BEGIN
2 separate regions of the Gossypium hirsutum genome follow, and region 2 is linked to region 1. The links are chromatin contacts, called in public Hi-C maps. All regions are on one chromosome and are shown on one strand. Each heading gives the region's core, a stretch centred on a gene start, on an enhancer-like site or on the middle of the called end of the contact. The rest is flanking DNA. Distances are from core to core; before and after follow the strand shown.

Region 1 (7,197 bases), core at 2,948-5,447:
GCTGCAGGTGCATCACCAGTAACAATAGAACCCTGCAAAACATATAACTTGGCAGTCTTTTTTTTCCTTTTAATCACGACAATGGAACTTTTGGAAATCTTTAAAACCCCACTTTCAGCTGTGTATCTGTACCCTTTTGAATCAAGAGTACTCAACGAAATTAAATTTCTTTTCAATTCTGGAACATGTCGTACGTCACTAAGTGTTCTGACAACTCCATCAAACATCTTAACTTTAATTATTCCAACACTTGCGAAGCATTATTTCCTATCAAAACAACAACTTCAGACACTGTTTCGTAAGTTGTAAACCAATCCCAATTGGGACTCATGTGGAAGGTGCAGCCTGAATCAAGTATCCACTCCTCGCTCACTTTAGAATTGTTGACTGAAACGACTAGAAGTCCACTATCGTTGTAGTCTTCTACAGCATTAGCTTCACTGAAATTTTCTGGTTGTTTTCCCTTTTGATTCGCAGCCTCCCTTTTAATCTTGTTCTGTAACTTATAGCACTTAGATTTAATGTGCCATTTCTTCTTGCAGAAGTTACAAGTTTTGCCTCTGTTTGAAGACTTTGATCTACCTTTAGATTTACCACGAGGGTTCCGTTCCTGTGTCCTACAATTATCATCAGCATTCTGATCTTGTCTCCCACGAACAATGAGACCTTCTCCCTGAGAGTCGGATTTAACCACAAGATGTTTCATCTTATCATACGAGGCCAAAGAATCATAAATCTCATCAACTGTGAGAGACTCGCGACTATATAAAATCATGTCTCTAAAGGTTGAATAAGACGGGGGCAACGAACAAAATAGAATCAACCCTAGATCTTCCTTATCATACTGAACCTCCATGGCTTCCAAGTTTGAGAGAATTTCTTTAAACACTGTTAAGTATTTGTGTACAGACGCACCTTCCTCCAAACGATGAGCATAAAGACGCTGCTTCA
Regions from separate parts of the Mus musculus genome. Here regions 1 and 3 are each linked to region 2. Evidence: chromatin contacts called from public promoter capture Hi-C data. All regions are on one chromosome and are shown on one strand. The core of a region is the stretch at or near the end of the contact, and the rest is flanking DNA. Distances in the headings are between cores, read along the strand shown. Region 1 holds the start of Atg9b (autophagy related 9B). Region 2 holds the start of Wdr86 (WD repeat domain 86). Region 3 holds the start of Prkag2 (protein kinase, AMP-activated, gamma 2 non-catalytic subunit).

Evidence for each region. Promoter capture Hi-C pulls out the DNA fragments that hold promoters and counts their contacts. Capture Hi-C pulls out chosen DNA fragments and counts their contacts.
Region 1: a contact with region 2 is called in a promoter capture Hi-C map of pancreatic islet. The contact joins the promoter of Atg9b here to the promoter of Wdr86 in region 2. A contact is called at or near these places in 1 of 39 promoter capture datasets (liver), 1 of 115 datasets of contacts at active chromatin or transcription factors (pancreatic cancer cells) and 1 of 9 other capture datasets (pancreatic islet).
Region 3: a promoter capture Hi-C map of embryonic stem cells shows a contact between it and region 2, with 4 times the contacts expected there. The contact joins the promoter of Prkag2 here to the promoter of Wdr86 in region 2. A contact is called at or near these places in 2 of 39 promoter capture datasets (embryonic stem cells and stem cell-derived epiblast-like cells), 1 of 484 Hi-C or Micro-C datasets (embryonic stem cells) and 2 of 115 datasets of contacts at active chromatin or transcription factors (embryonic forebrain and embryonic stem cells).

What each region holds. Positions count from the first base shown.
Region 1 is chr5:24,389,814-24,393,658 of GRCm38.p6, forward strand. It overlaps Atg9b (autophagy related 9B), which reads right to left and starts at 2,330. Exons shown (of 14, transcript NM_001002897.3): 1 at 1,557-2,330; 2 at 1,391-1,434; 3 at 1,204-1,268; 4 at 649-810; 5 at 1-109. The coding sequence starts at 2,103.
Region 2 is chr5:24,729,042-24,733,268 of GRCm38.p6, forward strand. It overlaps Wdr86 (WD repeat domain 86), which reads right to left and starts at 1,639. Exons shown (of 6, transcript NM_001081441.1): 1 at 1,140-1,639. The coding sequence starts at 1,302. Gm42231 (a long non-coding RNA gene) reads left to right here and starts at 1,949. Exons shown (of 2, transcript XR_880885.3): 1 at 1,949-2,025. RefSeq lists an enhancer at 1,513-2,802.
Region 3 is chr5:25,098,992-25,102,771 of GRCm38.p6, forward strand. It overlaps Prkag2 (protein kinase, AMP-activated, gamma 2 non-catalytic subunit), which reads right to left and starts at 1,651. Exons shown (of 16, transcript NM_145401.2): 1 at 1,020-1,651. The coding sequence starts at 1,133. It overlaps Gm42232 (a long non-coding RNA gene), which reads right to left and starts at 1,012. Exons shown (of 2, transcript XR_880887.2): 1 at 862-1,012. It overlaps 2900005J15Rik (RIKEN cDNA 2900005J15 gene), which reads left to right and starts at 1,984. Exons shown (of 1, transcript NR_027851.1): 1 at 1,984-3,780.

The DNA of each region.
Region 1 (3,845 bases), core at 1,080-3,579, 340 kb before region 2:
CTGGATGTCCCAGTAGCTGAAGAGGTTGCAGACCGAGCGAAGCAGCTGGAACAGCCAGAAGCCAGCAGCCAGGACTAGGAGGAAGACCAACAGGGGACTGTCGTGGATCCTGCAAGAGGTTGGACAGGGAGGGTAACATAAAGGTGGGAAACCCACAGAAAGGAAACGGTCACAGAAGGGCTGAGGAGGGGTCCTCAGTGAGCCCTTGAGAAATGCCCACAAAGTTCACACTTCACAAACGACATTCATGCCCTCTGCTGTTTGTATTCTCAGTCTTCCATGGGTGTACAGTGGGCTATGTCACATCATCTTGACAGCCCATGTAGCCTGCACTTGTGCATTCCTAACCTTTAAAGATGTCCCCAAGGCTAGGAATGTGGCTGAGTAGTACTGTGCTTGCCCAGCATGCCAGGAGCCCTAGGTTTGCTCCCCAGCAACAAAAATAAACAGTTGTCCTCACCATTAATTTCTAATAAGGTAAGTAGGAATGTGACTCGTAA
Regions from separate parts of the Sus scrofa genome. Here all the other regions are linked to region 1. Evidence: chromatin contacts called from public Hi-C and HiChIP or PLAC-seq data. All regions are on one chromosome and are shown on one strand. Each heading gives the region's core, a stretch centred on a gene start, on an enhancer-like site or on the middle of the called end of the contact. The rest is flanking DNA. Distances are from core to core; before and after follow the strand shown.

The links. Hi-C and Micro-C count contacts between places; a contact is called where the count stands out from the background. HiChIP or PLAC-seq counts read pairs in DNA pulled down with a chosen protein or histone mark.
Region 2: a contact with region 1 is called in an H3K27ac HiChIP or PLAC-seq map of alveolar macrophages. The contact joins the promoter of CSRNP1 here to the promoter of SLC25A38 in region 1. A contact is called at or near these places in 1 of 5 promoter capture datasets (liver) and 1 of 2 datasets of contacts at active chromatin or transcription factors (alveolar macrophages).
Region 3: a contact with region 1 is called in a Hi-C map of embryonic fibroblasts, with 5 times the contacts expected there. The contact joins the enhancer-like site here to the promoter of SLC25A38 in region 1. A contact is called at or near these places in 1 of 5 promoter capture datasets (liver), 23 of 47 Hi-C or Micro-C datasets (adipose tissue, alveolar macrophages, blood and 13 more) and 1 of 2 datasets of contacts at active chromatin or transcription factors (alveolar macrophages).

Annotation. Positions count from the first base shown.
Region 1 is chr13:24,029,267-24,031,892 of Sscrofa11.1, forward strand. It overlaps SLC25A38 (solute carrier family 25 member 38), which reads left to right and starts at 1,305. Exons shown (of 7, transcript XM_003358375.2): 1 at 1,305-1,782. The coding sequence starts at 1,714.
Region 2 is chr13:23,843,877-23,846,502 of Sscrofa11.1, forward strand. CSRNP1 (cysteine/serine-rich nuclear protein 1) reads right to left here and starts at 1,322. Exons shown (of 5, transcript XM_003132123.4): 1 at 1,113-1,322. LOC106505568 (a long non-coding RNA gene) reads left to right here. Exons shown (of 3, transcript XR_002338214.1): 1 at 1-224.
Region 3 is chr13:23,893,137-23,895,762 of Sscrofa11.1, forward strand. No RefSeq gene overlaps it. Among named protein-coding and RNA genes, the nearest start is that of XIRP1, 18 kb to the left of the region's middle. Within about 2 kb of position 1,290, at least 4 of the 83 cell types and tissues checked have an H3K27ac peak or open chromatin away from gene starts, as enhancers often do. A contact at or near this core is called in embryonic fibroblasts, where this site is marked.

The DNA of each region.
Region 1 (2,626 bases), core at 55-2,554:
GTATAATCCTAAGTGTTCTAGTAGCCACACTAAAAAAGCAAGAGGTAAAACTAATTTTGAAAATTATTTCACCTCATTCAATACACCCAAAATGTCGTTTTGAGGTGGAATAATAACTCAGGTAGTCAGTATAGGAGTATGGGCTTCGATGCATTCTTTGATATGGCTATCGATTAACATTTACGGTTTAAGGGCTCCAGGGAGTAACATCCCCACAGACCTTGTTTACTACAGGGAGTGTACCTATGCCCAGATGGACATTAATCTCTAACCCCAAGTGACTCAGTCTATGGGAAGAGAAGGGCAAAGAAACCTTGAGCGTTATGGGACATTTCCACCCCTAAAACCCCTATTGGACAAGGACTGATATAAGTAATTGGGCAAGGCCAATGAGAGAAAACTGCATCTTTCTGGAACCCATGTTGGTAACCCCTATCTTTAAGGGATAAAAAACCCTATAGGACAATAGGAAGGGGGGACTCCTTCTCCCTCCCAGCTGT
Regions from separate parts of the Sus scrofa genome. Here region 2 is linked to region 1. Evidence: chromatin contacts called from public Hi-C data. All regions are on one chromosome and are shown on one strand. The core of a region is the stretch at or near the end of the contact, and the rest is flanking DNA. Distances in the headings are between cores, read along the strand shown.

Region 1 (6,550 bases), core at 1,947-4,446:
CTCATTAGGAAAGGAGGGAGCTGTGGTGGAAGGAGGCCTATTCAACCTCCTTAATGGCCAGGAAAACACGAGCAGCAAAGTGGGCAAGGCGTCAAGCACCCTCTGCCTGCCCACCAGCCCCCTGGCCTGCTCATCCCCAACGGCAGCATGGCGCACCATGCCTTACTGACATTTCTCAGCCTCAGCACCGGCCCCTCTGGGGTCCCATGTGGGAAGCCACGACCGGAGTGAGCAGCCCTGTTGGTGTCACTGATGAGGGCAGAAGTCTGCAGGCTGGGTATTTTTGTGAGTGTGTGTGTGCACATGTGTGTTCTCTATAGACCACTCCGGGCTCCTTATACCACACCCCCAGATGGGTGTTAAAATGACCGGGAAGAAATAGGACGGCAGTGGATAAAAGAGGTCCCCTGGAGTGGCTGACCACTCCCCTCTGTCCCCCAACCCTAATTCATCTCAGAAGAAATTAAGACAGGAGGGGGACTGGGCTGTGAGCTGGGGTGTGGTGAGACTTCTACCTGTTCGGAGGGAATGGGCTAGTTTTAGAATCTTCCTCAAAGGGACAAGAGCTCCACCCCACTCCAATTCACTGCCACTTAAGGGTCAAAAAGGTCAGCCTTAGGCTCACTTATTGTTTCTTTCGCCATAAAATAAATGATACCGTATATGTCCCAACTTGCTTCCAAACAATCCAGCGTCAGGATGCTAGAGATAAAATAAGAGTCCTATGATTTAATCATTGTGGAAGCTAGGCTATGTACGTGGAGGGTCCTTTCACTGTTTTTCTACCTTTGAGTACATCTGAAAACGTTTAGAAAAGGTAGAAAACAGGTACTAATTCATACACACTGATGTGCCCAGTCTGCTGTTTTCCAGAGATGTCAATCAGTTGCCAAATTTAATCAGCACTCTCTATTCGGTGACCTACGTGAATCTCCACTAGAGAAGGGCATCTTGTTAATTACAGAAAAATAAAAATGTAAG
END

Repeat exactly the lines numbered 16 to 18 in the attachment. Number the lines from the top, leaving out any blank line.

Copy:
The links. Hi-C and Micro-C count contacts between places; a contact is called where the count stands out from the background. HiChIP or PLAC-seq counts read pairs in DNA pulled down with a chosen protein or histone mark.
Region 2: a contact with region 1 is called in an H3K27ac HiChIP or PLAC-seq map of alveolar macrophages. The contact joins the promoter of CSRNP1 here to the promoter of SLC25A38 in region 1. A contact is called at or near these places in 1 of 5 promoter capture datasets (liver) and 1 of 2 datasets of contacts at active chromatin or transcription factors (alveolar macrophages).
Region 3: a contact with region 1 is called in a Hi-C map of embryonic fibroblasts, with 5 times the contacts expected there. The contact joins the enhancer-like site here to the promoter of SLC25A38 in region 1. A contact is called at or near these places in 1 of 5 promoter capture datasets (liver), 23 of 47 Hi-C or Micro-C datasets (adipose tissue, alveolar macrophages, blood and 13 more) and 1 of 2 datasets of contacts at active chromatin or transcription factors (alveolar macrophages).